This was really brought home to me recently when I received a sales call from a company who we have been advertising with for a couple of years. (They shall, of course remain nameless, but if you're reading this C, you'll know who you are...!) Anyway, in a nutshell, we'd agreed to advertise on their new website 2 years ago, with promises of great things (first mistake!). At the end of the first 12 months, no results - no enquiries, no stats to back up exposure... nothing. So we were told it was probably because we hadn't paid enough and needed to enhance our entry. "OK" I eventually said... lets try again... so I paid slightly more for a second try (second mistake!). 12 months on, and I receive the call asking for a renewal again. "Well" I say, "We still have had no response - my own website stats show no links from your site to ours." He went away and gathered some of his own stats: just over 300 people had seen our information on their site in the past year. His suggestion...? "You're obviously not getting enough exposure, so how about you double your investment and you'll be more likely to get some results...?"
Of course I was a little naive to accept the suggestion to keep trying a year ago for the same fee, but to double it this year!! I was horrified. He explained that there are no guarantees - I didn't say it, but I thought to myself: "Yes there are, there's a guarantee that I won't be paying you another penny, and unless I get something to show for my money over the past two years, I am guaranteed not to endorse your company to any of my associates...!"
I told him it was like telling someone who is losing at roulette to double their stake as this will enhance their chances of winning. The conversation went on, with him trying to sell me more 'product' and me trying to explain that this was no longer a sales conversation, but a customer complaint. 300 views in a year cannot be considered value for money. Fortunately I managed to speak to the Marketing Director, and we discussed the situation in detail. He empathised with my position and said he wouldn't insult me by asking me to 'throw good money after bad'. The good news is that the company is now looking for a way for me to get some results from the money I've already invested in them. The Director took the time to find out what the problem was and accepted that a) I was probably sold the wrong product, and b) I had not received any ROI. It won't cost them anything to put the situation right, but they'll keep a customer and potentially turn me from a complainant to an advocate. What a RESULT!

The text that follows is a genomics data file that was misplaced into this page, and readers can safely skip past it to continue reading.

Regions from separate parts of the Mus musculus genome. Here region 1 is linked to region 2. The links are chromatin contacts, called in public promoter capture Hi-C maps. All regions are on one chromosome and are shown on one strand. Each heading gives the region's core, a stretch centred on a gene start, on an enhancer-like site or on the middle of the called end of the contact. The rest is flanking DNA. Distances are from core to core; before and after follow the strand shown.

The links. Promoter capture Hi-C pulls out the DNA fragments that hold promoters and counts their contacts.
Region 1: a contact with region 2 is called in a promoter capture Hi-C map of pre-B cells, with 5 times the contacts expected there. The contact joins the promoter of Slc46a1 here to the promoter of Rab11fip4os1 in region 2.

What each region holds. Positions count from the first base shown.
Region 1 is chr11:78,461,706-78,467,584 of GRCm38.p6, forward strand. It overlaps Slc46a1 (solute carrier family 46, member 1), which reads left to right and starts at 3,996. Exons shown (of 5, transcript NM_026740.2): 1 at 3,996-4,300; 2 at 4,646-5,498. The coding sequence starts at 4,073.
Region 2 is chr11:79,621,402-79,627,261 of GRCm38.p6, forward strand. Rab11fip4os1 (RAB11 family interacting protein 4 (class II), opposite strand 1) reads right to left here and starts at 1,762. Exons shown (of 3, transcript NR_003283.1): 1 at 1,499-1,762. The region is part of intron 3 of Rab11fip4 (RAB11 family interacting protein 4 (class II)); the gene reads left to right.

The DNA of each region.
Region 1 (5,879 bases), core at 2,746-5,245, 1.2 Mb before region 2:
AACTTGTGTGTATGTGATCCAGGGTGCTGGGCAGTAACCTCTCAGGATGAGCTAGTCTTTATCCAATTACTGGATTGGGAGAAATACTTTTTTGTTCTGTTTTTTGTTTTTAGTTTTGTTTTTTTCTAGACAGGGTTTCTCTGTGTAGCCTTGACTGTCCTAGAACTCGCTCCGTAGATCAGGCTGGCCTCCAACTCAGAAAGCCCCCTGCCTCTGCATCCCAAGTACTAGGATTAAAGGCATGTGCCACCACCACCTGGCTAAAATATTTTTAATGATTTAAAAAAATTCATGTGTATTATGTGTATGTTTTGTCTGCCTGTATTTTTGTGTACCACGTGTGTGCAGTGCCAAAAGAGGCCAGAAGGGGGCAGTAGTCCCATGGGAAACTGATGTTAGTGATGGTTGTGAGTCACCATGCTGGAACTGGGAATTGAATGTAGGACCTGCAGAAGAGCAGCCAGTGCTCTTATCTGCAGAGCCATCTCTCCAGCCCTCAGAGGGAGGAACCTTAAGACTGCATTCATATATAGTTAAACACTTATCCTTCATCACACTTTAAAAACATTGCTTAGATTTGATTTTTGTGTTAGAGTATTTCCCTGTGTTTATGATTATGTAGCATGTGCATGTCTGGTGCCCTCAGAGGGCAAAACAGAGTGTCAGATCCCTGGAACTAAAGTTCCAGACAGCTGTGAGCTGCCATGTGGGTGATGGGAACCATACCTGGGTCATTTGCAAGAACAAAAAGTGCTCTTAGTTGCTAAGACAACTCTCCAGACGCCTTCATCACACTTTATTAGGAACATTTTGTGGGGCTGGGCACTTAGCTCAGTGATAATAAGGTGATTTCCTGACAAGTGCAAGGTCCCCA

I'm still waiting for the final outcome of the above scenario, but I remain hopeful. It required a lot of persistence on my part, but actually it was a useful experience and it gave me a clear contrast between two intelligent articulate guys, one of whom broke my trust and destroyed any professional rapport he'd built within a few minutes. The other was able to win me back with his empathy, ability to actively listen and willingness to accept where they had made mistakes.
Here are some tips on establishing rapport and building trust - see how many you use to create strong professional relationships at work:
Establishing rapport is an essential part of any conversation. It helps to build mutual respect, and helps to move people away from suspicion and/or ritualistic behaviour. Rapport building involves building empathetic and respectful relationships and having an awareness of conscious and unconscious acts. Establishing rapport is the first step in any face-to-face encounter, and an essential part of any conversation. When you know a person well, establishing rapport can be immediate. With strangers, more time and effort is needed.
Tips for establishing rapport
When you are with friends, or in a social context, these skills are applied relatively naturally. In a work context, it is easy to let “professionalism”, formality or nerves get in the way. Remembering that colleagues are also human beings, with emotional needs and feelings should help to ensure that you apply the same rapport building skills as you would outside of work. There are a number of techniques that can be used to establish rapport, but they will only really be effective if they are matched with an inner commitment to use them appropriately and with integrity and discretion.
Remember that too much small-talk can be distracting and can slow things down when there are more important things to discuss. Try to find a comfortable balance between setting the tone within the first couple of minutes, and moving on to the matter in hand. If you appear to be too contrived, you will be thought of as manipulative and untrustworthy.
Trust is a reciprocal process that is at the heart of our willingness to interact with others openly and honestly. Our own experiences in life leave us with a set of beliefs about others’ intentions towards us, and this in turn affects how much trust we exhibit in others. Words such as naïve are often used to describe people who give too much trust in others and reticent and sceptical for those who show no trust. Getting the balance right is essential. A key factor of successful influencing is therefore to find a way of successfully getting the balance right.
Tips for maintaining trust
The following factors have been identified to encourage the trust of others. Clearly there are some that you can do less about than others, such as personal attractiveness or having a trustworthy role… However, you may find it useful to bear the others in mind when trying to demonstrate your own trustworthiness:
As with rapport building, there are a number of ‘techniques’ that can be used to establish trust, however they are unlikely to work unless you have a genuine commitment to using them with integrity and discretion…